Cover Story: Flying and fed up - | WBTV Charlotte

Cover Story: Flying and fed up

By Jeff Atkinson - bio l email

CHARLOTTE, NC (WBTV) - Unruly air travelers or how to quit your job in the coolest way possible.

A JetBlue flight attendant freaks out after a passenger refused to listen and cracks him in the head with a suitcase.

The flight attendant got into a scuffle with a passenger and inadvertently became a working class hero.

After the plane landed in New York Monday a possibly unruly passenger hit flight attendant Steven Slater in the head with a piece of luggage.  May have been an accident - may have been on purpose.

Witnesses say Slater cursed out everyone on the plane's P-A system.

Then he grabbed a couple of beers and used the emergency slide to hop off the plane.

Passengers say Slater seemed pretty satisfied.

"He was, you know, happy that he had done that. At least he didn't seem to have thought he was going to get in trouble," says passenger Phil Catelinet.

Slater is in trouble with the law.  He's charged with a handful of felonies.

Maybe that kind of behavior's a little much.  But maybe if you were cooped up on a plane all day with a bunch of nasty, grumpy passengers you might lose your cool, too.

We've seen a pattern of disrespect by our passengers here at Charlotte-Douglas.

The head of the flight attendants union for US Airways told us unruliness is the rule not the exception these days.  What's behind the frustration people are feeling on both sides of the aisle?

Gina Marshall is happy not to be traveling as much anymore.  A corporate trainer based out of Charlotte she logged about 200,000 miles a year earning Platinum status with US Airways.

Last month, traded that job in for one that keeps her out of the air.  And for her it was just in time.  "The old adage they say, 'Come fly the friendly skies.' It's not so much anymore. People are cranky."

And Charlotte's seen its share of passengers going berserk.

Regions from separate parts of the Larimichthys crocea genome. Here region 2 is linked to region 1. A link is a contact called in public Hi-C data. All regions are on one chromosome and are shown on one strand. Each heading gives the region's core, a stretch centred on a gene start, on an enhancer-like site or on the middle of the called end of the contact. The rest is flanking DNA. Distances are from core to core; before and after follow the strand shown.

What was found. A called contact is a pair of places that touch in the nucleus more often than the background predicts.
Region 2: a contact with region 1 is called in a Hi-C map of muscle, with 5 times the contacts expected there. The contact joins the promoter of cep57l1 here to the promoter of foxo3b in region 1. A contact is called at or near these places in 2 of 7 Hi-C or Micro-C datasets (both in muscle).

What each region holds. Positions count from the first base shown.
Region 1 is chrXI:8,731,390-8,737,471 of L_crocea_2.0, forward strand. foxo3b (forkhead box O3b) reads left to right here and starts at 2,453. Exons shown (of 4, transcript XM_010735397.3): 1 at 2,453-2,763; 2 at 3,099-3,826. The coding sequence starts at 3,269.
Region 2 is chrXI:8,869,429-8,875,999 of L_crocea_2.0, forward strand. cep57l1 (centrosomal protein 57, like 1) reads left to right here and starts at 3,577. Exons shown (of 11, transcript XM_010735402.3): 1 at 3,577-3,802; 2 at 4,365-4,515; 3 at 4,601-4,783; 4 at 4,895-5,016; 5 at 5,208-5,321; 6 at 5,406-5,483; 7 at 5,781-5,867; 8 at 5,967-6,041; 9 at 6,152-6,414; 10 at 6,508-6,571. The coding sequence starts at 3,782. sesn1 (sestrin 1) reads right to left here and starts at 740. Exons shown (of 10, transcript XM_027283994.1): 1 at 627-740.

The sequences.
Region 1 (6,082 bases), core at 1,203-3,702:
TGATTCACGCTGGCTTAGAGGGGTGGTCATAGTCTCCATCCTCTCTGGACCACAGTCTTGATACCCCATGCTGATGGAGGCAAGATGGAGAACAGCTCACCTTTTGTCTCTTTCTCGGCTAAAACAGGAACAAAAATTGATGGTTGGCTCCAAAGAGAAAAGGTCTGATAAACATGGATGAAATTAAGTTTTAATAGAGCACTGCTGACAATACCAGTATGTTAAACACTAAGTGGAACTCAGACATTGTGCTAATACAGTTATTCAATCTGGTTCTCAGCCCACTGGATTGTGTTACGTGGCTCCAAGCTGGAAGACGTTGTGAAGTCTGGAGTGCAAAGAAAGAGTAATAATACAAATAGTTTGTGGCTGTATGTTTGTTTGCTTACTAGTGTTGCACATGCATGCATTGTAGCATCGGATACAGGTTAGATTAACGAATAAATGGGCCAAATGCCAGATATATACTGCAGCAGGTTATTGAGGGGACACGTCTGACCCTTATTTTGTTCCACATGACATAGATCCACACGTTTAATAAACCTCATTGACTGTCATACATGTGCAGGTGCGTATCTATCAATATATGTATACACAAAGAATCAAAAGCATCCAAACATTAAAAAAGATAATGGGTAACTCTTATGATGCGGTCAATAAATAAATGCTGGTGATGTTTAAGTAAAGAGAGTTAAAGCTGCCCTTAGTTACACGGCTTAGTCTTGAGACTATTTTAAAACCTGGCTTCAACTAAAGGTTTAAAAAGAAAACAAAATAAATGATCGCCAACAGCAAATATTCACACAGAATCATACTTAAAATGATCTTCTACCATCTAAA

• In July 2009 a man arrested for taking his clothes off on a flight from Charlotte to L.A.
  • Last February, a plane bound for Houston had to turn around almost immediately.  Police arrested a 70-year old Albanian man who was screaming.. and demanded to be let off.
  • And four months ago Raun Brissenden was arrested on a flight from Germany. Passengers say he kicked a flight attendant and groped female passengers.

Gary Silverstein has seen a sea change.  The owner of Mann Travel in Charlotte - 31 years in the travel industry - says passengers and crew are frustrated.  "They're just not in a good mood to start off with. It's not like it used to be."

Remember the days he says pictured in the movie "Catch Me if You Can" when people used to dress up to fly?

The whole experience fliers say has changed in the last 20 years.

{***SOT 2 42;10***}

"Over time we've changed our way of travel. It was a big deal," says frequent flier Gina Marshall.

Passengers complain that airports and airplanes are packed, flights often are delayed and airlines now charge for everything.

And according to one parody they break it too. 

"United broke my guitar."

Flight attendants carry their own baggage: passengers who break the rules and frustration with management over pay cuts endured through airline bankruptcies.

The episode involving flight attendant Steven Slater only highlights what some say is an increasingly hostile relationship between airlines and passengers.

For his part, Slater is being called a hero.  Others are saying "Way to go."

"We've seen some rude people on the planes," says travel expert Gary Silverstein.  "And they have gotten up right away. The flight attendant says please wait till be get to the gate.. we're still on an active taxiway. that's common.. you wouldn't thinking it would be but it's common."

Flight attendants tell us they encounter unruliness daily.  Passengers have unrealistic expectations when they fly-- that everything is going to go perfectly.

Passengers say they encounter crews that aren't professional and don't show enough respect.

Who's at fault here?  There seems to be plenty of blame to go around.

One measure of frustration:  the number of passengers being "bumped" increased by eight percent during the first quarter of this year versus last.

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